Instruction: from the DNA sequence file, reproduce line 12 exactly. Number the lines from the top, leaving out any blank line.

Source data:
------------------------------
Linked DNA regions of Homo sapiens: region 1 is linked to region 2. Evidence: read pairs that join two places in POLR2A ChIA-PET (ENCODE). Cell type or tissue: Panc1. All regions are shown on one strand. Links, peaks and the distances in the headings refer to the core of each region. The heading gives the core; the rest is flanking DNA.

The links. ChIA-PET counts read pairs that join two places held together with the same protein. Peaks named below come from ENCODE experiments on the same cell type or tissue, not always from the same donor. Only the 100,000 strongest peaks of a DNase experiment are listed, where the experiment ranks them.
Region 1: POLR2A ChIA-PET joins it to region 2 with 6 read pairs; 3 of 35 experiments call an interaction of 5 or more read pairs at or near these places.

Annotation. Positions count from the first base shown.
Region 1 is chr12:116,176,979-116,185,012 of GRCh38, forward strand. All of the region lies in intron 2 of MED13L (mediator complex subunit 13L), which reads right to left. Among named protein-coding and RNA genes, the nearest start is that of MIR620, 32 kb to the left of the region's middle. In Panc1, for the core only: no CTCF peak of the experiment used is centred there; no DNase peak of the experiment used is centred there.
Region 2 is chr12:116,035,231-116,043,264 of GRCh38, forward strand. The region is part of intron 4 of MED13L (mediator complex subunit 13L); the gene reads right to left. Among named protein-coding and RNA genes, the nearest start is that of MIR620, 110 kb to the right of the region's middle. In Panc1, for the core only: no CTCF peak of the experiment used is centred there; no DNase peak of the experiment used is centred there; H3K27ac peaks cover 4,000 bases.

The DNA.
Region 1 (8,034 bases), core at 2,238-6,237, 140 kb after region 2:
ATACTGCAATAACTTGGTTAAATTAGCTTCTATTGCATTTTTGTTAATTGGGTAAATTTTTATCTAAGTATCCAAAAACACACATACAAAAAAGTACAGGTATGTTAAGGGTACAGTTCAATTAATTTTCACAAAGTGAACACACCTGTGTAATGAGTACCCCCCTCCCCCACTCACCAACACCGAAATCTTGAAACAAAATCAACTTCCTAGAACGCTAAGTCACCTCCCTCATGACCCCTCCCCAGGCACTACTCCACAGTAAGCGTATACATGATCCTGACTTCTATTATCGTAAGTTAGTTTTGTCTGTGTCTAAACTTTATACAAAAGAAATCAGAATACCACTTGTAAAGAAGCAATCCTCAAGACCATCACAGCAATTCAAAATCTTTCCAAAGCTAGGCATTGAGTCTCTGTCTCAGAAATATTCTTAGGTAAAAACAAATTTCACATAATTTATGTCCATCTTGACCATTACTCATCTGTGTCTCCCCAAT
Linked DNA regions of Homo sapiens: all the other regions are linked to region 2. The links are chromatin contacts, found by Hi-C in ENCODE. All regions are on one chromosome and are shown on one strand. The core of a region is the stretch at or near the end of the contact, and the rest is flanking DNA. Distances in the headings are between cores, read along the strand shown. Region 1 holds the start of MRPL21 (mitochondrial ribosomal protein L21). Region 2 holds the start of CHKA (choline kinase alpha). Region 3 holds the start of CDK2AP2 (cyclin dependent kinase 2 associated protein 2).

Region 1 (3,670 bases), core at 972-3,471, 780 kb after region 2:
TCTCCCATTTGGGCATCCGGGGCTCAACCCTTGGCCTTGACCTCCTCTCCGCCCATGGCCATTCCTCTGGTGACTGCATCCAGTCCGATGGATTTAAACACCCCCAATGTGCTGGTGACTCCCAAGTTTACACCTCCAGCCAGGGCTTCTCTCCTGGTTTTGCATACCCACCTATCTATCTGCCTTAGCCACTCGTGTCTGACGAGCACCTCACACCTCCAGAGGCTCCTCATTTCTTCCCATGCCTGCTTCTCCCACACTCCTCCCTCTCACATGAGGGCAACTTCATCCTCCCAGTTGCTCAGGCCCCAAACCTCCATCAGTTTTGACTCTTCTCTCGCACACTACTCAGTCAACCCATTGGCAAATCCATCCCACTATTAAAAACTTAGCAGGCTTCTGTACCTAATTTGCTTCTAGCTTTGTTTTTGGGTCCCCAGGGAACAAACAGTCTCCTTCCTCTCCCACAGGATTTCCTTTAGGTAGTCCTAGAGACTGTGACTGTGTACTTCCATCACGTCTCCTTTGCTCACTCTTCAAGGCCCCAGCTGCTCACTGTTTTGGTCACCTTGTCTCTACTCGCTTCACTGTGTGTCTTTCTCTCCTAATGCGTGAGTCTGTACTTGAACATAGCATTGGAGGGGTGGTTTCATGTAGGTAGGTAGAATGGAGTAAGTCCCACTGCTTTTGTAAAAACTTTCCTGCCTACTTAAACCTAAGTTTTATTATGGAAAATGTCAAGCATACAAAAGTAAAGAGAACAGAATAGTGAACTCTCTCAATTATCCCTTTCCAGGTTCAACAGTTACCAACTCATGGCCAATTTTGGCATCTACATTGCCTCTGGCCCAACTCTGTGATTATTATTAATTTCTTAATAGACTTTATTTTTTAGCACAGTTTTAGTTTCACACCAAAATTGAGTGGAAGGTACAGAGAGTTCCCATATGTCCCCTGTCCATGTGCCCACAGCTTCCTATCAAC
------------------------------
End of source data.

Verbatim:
TCTCCCATTTGGGCATCCGGGGCTCAACCCTTGGCCTTGACCTCCTCTCCGCCCATGGCCATTCCTCTGGTGACTGCATCCAGTCCGATGGATTTAAACACCCCCAATGTGCTGGTGACTCCCAAGTTTACACCTCCAGCCAGGGCTTCTCTCCTGGTTTTGCATACCCACCTATCTATCTGCCTTAGCCACTCGTGTCTGACGAGCACCTCACACCTCCAGAGGCTCCTCATTTCTTCCCATGCCTGCTTCTCCCACACTCCTCCCTCTCACATGAGGGCAACTTCATCCTCCCAGTTGCTCAGGCCCCAAACCTCCATCAGTTTTGACTCTTCTCTCGCACACTACTCAGTCAACCCATTGGCAAATCCATCCCACTATTAAAAACTTAGCAGGCTTCTGTACCTAATTTGCTTCTAGCTTTGTTTTTGGGTCCCCAGGGAACAAACAGTCTCCTTCCTCTCCCACAGGATTTCCTTTAGGTAGTCCTAGAGACTGTGACTGTGTACTTCCATCACGTCTCCTTTGCTCACTCTTCAAGGCCCCAGCTGCTCACTGTTTTGGTCACCTTGTCTCTACTCGCTTCACTGTGTGTCTTTCTCTCCTAATGCGTGAGTCTGTACTTGAACATAGCATTGGAGGGGTGGTTTCATGTAGGTAGGTAGAATGGAGTAAGTCCCACTGCTTTTGTAAAAACTTTCCTGCCTACTTAAACCTAAGTTTTATTATGGAAAATGTCAAGCATACAAAAGTAAAGAGAACAGAATAGTGAACTCTCTCAATTATCCCTTTCCAGGTTCAACAGTTACCAACTCATGGCCAATTTTGGCATCTACATTGCCTCTGGCCCAACTCTGTGATTATTATTAATTTCTTAATAGACTTTATTTTTTAGCACAGTTTTAGTTTCACACCAAAATTGAGTGGAAGGTACAGAGAGTTCCCATATGTCCCCTGTCCATGTGCCCACAGCTTCCTATCAAC